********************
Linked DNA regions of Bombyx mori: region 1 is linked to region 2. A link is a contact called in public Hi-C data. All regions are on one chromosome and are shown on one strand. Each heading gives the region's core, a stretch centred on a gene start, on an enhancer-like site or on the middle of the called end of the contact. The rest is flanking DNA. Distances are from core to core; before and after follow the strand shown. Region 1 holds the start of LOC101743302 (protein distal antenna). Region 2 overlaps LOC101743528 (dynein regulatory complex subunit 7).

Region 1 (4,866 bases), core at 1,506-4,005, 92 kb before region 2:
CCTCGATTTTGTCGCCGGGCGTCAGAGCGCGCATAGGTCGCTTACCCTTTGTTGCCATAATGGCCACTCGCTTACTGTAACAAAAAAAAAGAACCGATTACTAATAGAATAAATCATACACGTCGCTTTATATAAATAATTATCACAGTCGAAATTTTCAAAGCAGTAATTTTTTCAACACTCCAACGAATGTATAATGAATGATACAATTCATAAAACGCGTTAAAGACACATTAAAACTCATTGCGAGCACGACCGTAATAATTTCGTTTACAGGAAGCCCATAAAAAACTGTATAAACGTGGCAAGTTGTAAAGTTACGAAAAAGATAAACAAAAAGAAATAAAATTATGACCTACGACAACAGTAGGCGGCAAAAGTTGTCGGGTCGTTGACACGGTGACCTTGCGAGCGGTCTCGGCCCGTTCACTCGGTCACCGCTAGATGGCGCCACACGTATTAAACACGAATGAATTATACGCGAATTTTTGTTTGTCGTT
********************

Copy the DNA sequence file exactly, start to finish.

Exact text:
Linked DNA regions of Bombyx mori: region 1 is linked to region 2. A link is a contact called in public Hi-C data. All regions are on one chromosome and are shown on one strand. Each heading gives the region's core, a stretch centred on a gene start, on an enhancer-like site or on the middle of the called end of the contact. The rest is flanking DNA. Distances are from core to core; before and after follow the strand shown. Region 1 holds the start of LOC101743302 (protein distal antenna). Region 2 overlaps LOC101743528 (dynein regulatory complex subunit 7).

Region 1 (4,866 bases), core at 1,506-4,005, 92 kb before region 2:
CCTCGATTTTGTCGCCGGGCGTCAGAGCGCGCATAGGTCGCTTACCCTTTGTTGCCATAATGGCCACTCGCTTACTGTAACAAAAAAAAAGAACCGATTACTAATAGAATAAATCATACACGTCGCTTTATATAAATAATTATCACAGTCGAAATTTTCAAAGCAGTAATTTTTTCAACACTCCAACGAATGTATAATGAATGATACAATTCATAAAACGCGTTAAAGACACATTAAAACTCATTGCGAGCACGACCGTAATAATTTCGTTTACAGGAAGCCCATAAAAAACTGTATAAACGTGGCAAGTTGTAAAGTTACGAAAAAGATAAACAAAAAGAAATAAAATTATGACCTACGACAACAGTAGGCGGCAAAAGTTGTCGGGTCGTTGACACGGTGACCTTGCGAGCGGTCTCGGCCCGTTCACTCGGTCACCGCTAGATGGCGCCACACGTATTAAACACGAATGAATTATACGCGAATTTTTGTTTGTCGTT